There was plenty of room for the 1600 ad reps, TV beat writers and network officials attending Tuesday night’s 2014 Rogers Media upfront inside the cavernous Rogers Centre. The upfront just happened to coincide with the 25th anniversary of the Centre, originally named SkyDome when it opened in 1989.
The Toronto sports shrine was a fitting home for the Rogers bash as the network continues to aggressively remake itself into a sports broadcaster. There were few TV stars in attendance, with sports personalities such as Montreal Canadiens defenceman P.K. Subban being perhaps the biggest name to share the stage with Rogers executives. Coaches Corner duo Don Cherry and Ron Maclean were shown on the stadium’s giant monitors along with Blue Jays pitchers. The Jays standing atop the American League East was also heralded. Rogers Media president Keith Pelley even announced that everyone attending the upfront was getting a pair of tickets to next Monday’s Blue Jays game.
Subban was interviewed on stage by former CBC personality and Rogers’ new Hockey Night in Canada host George Stroumboulopoulos. Joining them was some kid from the Erie Otters.
Rogers V.P. Hayden Mindell did cue clips from the few imports his network bought at the recent Hollywood Screenings. Black-ish, a new sitcom, got a subdued response from the ad crowd, as did the nerd drama Scorpion. There was more enthusiasm for the mid-season drama Backstrom from Bones‘ showrunner Hart Hanson. Attempts to get the crowd interested in City’s reality pick-up Utopia also was met little enthusiasm.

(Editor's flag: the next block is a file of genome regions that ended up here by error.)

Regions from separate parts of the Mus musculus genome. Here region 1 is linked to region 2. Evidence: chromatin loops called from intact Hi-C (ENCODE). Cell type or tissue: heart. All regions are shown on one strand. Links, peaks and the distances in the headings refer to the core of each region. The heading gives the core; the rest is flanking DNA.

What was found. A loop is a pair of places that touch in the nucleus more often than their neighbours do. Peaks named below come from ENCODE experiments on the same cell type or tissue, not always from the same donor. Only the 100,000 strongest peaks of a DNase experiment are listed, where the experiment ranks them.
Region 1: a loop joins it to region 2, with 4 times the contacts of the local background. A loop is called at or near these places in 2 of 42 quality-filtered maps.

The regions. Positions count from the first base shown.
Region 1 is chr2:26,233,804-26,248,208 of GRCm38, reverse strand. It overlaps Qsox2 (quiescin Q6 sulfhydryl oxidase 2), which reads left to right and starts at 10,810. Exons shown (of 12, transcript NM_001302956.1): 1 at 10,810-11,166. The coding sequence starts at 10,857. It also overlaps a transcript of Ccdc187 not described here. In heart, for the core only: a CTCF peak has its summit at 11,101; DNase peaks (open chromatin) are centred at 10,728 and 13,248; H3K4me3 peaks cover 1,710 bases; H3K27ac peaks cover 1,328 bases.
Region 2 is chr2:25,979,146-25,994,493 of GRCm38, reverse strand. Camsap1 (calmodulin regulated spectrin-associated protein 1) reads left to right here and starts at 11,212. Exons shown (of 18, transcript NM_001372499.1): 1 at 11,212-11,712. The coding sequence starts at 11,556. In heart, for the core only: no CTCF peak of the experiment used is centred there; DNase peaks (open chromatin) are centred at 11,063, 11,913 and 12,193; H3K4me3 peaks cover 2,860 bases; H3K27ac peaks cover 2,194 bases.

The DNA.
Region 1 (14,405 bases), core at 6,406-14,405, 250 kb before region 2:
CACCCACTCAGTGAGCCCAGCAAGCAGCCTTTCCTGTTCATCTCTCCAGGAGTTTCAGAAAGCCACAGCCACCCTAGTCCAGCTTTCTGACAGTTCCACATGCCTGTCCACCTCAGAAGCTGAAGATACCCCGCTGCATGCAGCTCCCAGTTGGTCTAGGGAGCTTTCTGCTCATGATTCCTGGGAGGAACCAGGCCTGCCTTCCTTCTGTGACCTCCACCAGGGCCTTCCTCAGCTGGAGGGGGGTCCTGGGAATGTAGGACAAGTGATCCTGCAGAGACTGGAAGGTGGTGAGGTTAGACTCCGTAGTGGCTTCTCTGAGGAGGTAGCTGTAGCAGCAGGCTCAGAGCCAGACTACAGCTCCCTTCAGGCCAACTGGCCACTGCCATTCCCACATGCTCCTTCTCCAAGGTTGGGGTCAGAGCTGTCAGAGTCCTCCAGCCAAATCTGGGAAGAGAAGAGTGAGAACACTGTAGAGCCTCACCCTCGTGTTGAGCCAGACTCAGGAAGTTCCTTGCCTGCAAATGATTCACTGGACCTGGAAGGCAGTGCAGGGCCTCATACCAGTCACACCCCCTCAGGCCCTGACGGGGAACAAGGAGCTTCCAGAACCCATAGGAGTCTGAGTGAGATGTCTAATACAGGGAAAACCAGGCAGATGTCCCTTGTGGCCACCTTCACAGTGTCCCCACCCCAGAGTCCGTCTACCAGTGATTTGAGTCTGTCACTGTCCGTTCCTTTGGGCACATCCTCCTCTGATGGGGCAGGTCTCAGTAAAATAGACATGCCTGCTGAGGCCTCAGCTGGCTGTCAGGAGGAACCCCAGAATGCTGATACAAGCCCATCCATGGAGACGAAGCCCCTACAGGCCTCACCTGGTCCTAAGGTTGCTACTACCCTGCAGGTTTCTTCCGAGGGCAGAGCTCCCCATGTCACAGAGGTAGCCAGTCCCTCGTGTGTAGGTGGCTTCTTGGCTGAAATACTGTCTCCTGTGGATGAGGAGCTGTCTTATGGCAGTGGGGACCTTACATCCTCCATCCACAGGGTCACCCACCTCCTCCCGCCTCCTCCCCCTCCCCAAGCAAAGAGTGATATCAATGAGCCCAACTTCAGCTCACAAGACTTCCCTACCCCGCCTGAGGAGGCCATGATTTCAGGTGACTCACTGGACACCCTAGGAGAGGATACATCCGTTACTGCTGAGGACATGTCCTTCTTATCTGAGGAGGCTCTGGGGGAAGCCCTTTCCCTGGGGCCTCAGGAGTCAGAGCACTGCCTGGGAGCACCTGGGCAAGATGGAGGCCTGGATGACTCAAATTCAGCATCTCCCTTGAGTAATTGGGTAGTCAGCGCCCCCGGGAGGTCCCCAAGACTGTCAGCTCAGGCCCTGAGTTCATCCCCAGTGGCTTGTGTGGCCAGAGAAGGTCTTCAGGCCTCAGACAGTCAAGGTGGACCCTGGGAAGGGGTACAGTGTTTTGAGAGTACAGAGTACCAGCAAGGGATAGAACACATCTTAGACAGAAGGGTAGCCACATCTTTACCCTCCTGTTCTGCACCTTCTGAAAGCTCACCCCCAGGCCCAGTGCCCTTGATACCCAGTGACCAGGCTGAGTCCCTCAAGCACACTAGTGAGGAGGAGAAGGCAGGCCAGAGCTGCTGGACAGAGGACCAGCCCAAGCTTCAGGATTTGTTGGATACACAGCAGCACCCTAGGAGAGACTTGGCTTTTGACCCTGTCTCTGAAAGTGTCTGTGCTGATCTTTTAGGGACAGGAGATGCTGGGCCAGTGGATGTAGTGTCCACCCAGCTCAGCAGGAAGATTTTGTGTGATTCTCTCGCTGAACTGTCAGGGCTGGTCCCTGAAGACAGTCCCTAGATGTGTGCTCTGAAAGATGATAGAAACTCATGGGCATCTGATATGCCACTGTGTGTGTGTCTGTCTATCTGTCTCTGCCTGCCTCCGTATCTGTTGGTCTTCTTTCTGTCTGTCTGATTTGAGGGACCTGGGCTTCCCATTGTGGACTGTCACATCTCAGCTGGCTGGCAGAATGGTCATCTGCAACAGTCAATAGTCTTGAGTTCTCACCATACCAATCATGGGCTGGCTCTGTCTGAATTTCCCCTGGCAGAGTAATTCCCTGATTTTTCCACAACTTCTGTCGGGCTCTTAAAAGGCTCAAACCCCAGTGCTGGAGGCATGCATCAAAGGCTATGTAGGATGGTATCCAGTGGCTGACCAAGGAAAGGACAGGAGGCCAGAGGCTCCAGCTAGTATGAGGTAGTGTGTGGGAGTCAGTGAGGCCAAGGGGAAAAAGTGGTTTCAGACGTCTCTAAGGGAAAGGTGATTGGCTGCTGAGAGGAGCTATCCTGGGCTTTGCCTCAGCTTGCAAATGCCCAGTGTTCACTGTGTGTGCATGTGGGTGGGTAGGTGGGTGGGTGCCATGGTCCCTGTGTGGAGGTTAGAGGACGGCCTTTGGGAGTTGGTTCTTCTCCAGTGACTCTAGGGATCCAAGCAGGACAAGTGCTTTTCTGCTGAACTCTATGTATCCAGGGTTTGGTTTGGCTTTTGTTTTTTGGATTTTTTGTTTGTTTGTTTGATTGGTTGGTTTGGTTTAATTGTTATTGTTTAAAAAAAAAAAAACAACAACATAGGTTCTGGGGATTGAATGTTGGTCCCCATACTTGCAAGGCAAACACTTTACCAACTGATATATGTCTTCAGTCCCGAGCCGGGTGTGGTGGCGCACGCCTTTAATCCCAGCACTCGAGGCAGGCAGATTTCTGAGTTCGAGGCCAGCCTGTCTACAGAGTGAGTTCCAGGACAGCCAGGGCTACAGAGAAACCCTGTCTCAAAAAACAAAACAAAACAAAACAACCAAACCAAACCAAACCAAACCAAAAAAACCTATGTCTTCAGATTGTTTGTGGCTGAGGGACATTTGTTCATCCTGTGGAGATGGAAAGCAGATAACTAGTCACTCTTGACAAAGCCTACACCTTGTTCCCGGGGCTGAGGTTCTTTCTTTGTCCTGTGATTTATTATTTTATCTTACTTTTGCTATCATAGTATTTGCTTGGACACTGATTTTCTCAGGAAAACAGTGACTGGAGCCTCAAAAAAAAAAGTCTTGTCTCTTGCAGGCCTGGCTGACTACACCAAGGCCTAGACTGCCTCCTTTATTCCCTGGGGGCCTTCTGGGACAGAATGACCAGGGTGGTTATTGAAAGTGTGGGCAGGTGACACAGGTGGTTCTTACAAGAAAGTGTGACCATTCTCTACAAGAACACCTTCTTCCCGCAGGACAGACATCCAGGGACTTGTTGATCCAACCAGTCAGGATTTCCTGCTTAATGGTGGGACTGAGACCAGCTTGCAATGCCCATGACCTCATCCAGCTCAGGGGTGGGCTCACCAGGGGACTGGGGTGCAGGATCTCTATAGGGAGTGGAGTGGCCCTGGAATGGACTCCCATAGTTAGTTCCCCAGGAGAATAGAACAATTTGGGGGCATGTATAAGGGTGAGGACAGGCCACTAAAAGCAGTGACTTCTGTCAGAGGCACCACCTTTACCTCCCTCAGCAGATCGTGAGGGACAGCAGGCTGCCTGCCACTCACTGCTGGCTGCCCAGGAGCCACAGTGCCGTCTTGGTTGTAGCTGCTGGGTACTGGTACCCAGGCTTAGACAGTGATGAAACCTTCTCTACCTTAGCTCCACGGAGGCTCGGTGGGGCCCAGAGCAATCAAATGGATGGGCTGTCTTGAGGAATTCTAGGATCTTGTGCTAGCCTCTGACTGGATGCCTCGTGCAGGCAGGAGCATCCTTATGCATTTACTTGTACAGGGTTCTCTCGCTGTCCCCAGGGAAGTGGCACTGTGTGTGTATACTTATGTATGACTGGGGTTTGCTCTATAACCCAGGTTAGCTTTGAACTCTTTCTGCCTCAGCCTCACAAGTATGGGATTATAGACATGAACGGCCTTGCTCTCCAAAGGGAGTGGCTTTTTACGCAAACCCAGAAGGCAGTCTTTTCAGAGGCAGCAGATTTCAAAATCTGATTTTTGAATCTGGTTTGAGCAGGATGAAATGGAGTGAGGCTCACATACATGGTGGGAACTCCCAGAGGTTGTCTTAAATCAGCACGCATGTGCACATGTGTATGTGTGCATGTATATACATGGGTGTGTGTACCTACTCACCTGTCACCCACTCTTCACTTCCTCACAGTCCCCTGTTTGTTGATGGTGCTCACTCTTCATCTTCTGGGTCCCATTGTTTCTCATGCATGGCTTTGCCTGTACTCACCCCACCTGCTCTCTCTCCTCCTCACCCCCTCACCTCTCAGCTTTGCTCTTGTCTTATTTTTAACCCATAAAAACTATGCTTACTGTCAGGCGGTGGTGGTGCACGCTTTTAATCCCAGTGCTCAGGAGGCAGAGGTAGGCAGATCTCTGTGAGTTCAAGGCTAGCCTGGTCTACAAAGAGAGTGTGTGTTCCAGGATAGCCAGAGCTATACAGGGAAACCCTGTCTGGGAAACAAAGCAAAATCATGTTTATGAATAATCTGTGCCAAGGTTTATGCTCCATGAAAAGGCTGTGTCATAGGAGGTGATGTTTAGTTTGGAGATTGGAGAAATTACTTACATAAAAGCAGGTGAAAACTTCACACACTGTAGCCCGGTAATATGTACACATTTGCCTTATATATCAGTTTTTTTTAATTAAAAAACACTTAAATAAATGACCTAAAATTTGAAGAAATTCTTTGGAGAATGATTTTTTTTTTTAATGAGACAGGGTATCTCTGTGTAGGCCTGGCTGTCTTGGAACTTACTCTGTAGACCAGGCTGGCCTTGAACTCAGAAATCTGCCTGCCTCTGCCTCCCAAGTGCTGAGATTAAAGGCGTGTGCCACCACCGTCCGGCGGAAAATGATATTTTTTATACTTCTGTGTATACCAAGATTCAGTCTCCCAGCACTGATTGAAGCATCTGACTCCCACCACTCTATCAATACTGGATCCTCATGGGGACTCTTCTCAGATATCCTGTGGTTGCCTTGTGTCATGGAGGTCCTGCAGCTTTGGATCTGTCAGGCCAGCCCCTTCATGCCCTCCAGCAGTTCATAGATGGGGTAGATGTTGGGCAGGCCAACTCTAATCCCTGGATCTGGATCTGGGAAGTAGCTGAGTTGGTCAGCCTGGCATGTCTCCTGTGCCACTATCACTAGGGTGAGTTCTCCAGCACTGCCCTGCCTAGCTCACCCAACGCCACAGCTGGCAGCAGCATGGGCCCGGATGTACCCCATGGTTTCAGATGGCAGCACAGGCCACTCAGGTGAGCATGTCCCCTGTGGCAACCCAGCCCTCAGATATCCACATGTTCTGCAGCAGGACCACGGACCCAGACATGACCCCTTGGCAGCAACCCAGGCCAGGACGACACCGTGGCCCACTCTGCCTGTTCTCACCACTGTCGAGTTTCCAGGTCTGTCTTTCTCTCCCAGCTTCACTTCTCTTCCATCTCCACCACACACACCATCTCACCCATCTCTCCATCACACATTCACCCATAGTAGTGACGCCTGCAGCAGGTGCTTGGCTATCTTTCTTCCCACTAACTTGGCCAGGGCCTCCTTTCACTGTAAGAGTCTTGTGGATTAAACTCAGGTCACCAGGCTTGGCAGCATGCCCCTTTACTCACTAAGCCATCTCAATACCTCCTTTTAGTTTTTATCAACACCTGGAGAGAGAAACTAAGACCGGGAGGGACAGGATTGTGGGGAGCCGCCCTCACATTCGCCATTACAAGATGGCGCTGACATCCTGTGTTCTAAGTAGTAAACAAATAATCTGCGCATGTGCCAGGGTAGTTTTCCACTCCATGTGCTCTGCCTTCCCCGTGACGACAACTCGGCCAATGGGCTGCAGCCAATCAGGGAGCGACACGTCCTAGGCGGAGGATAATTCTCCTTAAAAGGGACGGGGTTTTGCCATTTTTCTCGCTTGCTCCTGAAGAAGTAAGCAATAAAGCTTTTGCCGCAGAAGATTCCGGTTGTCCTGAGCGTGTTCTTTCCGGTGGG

To be fair, it was a big room. The Rogers brass wisely kept their pitch under an hour and once the bar opened and the DJ cranked up the volume, the party started in earnest.
There was a mini midway of games and snax within staggering distance from the bar. You could take shots at a hockey net, pitch balls and get clocked, and pose behind the Sportsnet desk. Rogers brand extensions such as The Home Shopping Channel, Hello! Canada magazine and mobile phone charging stations were all colourfully represented. Pelley himself tested his arm at the pitching lane.
Certainly Rogers two pronged strategy is intriguing. The $5.2B dice roll over NHL hockey for the next 12 years is a gutsy move. The lack of buzzy show buys was evident, but if there was ever a year to keep your hands in your pockets in Hollywood, this may be the year. Paired with Rogers’ exclusive content deal with FX, the Canadian broadcaster is well stocked with content viewers want and will watch heading into an eventual a la carte future. How this all translates into ad dollars now is Rogers most immediate challenge.